Soon, the sun will awaken, and many will be taken by beauty that arises when eastern horizons burst forth into riots of color!

Time tells this Catholic community that-—once more, they must be—hope to the sinner, and the newborn beginner that any soul can be joyfully set free!

Energy courses through veins of servants who maintain lives that are lights of the world.

Reconciliation and heartfelt oblation enliven the mind, soften the hard heart, and comfort the worn, weary soul.

Years of selfless service, and lives lived with purpose, make this monastery a harbinger of hope, a fountain of forgiveness, and an oasis with waters of love!



Here is the answer to the trivia question submitted in the August Consumer Vision. The only four-letter word in the English language which ends in the letters ENY is DENY.

Congratulations to the following winners:

Susan Jones of Indianapolis, Indiana

Jan Colby of Brockton, Massachusetts

Karen Santiago of Worcester, Massachusetts

And now, here is your trivia question for the September Consumer Vision. Name the only four former Presidents of the United States who are still living. If you know the answer, please email or call 508-994-4972.



by Leonore Dvorkin

As was stated at the beginning of this issue, Bob Branco, Terri Winaught and I have all come to the conclusion that we need to limit Consumer Vision articles of all types to 2,000 words maximum. It is only logical that a publication have word limits, and in consultation with others who put out electronic newsletters, we have decided that 2,000 words is a very reasonable limit.

Thinking about this matter, I came up with the following list of tips on how to make one's writing more succinct. Bob and Terri approved the list, so here it is. 

Whenever you sit down to write an article of any sort, do the following:

1. Think very carefully about the main messages you wish to convey.

2. Make a simple, logical outline for the article, either in your head or in a computer file.

3. Write the article following that outline—not with actual headings, necessarily, but with the points more or less in the pre-planned order.

4. Go back over the article. Read each paragraph in turn and think hard: Can I make this shorter, more succinct? That is, can I say what I need and want to say in one or two sentences instead of five or six? Chances are, that is indeed possible. Also ask yourself: Am I repeating myself? Have I said much the same thing in a previous paragraph? If so, choose the better, clearer paragraph and keep only that one.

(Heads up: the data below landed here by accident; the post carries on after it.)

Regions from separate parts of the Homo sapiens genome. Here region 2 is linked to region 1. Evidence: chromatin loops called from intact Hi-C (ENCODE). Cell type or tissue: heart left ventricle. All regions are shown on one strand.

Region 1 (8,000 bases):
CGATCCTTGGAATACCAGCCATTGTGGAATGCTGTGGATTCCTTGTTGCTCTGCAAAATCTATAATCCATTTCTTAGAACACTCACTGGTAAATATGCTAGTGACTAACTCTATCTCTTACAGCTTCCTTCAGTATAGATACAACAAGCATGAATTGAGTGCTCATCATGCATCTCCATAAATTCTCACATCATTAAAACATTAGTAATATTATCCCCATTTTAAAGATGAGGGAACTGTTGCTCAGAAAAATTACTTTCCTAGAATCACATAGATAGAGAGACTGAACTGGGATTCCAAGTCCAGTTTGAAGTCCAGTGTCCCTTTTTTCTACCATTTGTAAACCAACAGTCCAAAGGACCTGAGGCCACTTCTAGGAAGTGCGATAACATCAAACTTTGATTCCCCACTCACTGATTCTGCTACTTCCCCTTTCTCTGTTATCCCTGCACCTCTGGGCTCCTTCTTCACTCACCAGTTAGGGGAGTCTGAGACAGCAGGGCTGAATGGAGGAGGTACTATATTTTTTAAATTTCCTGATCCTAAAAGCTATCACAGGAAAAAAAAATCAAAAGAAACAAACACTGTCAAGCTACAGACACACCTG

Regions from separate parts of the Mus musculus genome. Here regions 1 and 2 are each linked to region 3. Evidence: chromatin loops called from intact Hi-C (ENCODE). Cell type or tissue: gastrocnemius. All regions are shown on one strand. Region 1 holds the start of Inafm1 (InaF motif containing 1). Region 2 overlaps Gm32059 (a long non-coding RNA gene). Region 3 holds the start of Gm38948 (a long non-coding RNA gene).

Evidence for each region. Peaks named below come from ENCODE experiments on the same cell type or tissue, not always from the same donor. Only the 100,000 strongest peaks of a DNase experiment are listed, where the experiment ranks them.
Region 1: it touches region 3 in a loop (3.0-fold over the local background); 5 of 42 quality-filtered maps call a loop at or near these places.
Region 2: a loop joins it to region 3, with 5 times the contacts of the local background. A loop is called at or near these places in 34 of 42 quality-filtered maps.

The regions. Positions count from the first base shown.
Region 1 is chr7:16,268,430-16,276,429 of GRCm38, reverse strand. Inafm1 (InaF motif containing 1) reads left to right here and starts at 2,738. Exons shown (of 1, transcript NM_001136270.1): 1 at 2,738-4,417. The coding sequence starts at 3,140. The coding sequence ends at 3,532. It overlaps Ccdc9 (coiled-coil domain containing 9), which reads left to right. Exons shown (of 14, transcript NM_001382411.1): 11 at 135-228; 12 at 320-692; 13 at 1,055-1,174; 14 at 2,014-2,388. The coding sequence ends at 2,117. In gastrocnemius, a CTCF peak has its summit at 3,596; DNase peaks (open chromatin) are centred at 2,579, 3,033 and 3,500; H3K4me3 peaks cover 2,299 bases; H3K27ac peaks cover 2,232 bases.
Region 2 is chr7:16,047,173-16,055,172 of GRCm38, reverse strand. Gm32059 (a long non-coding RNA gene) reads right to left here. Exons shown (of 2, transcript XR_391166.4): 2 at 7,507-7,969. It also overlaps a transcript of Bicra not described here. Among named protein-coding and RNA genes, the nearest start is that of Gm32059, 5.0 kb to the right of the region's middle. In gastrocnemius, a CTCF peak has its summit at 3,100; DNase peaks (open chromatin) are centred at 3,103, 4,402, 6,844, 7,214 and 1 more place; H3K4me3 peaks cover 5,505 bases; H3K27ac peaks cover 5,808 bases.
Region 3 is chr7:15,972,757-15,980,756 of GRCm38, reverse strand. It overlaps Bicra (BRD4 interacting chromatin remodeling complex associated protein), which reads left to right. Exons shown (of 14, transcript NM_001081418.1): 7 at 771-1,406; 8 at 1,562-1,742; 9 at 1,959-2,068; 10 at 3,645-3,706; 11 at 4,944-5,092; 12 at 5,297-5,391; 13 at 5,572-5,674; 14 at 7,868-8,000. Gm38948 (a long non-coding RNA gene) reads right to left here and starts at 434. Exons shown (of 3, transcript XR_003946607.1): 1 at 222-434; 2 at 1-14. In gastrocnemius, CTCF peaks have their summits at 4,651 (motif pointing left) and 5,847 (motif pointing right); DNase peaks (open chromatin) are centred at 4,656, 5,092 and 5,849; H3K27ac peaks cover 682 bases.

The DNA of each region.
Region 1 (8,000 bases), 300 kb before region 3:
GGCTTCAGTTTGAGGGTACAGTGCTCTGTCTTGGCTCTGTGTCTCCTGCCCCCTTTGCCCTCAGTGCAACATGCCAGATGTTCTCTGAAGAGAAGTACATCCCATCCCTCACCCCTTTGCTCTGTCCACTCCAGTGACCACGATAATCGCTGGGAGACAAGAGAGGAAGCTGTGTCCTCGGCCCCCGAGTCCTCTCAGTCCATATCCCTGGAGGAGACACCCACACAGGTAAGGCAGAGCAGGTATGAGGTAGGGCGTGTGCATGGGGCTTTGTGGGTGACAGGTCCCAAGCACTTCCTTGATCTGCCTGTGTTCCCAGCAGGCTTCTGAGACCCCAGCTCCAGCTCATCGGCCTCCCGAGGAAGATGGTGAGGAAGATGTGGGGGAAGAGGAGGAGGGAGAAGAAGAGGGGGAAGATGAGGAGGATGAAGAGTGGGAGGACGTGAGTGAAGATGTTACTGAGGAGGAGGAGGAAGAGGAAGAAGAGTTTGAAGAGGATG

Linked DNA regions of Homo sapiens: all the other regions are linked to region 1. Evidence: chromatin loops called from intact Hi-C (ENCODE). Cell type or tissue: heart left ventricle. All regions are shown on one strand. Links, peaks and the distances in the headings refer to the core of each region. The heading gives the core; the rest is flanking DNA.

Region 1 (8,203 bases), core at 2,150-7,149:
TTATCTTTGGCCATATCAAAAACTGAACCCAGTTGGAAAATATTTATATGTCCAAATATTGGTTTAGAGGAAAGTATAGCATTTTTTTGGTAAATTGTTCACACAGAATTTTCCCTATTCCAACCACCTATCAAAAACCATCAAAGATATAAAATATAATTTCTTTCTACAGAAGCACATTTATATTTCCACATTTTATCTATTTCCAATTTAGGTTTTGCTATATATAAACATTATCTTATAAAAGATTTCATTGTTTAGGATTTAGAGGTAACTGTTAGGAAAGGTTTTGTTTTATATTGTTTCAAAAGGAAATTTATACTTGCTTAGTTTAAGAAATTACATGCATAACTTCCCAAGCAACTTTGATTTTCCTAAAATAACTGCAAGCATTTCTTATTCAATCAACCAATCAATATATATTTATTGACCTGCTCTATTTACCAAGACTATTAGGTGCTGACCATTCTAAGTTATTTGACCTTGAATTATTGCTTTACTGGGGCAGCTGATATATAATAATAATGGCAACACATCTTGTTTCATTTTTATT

5. A good, succinct article gets your various points across and also keeps the interest of the readers. Two thousand words are usually plenty to inform your readers regarding almost any topic, and you may need far fewer than that. Years ago, I wrote over 25 monthly articles on health, fitness, and nutrition for a Denver print magazine; most of the articles involved quite a bit of research on my part. However, I then had to keep almost all of them to 900 words. The word limit imposed a kind of writing discipline that I very much needed at the time. Eventually, I became pretty adept at guessing when I was approaching 900 words, and then the computer would count the words in the Word file with precision.

6. I encourage authors to include their email addresses at the ends of their articles if they are willing to do so. That way, readers can contact them directly with questions or comments. If an author has a website URL, that should certainly be included as well. Most publishers of magazines and newsletters are willing to give contributors as much publicity as they desire.

7. If you believe that what you have to say absolutely cannot be said adequately in 2,000 words or fewer, you have several alternatives. You might seek out newsletters or magazines that accept pieces longer than 2,000 words. You might submit your piece to the publisher in two or more parts, to be published in two or more consecutive issues. You might create your own blog, on which you can of course post anything of any length, as that is truly self-publishing in every sense. And then, if you find that you have many articles or stories of any length that you would like to send out to a wider audience, you can consider self-publishing a collection of such things. That is what Bob Branco did when he put together As I See It: From a Blind Man's Perspective (revised and expanded edition, C 2013) and then Weighing Things Up: Essays on Trends, Technology, and Present-Day Society (C 2014). I edited both of those books.       

8. If you believe you could use some editing help, please do not hesitate to contact me. I will be happy to edit articles and even things like blog posts and letters, in addition to the books that my husband and I edit and then have published in e-book and print. My charge is a very reasonable $25 per hour, and only $20 per hour for those who are blind, otherwise disabled, and/or low income. I look forward to hearing from you, should you desire my assistance.

Leonore Dvorkin, Author and Editor (Denver, Colorado)


Home phone: 303-985-2327

Leonore is the author of four published books and numerous articles. Her husband, David Dvorkin, is the author of 27 published books, both fiction and nonfiction, and over 50 articles. He is also a retired computer programmer and technical writer. Since 2009, Leonore and David have been editing books by other authors and doing all the technical work required for the publication of the books in e-book and print formats by CreateSpace, Amazon, and Smashwords. The books are then available for sale worldwide. Bob Branco and John Justice are two of their many editing clients, most of whom are blind or visually impaired. By the end of 2016, Leonore and David will have put out a total of more than 30 books by other authors.

For details of Leonore and David Dvorkin's comprehensive editing and self-publishing services, see:

Leonore's breast cancer memoir is available for sale in e-book, print, and audio formats. The title is Another Chance at Life: A Breast Cancer Survivor's Journey. The 2012 edition is the most recent of three. Details, excerpts, and review quotes:  The book is also available in Spanish.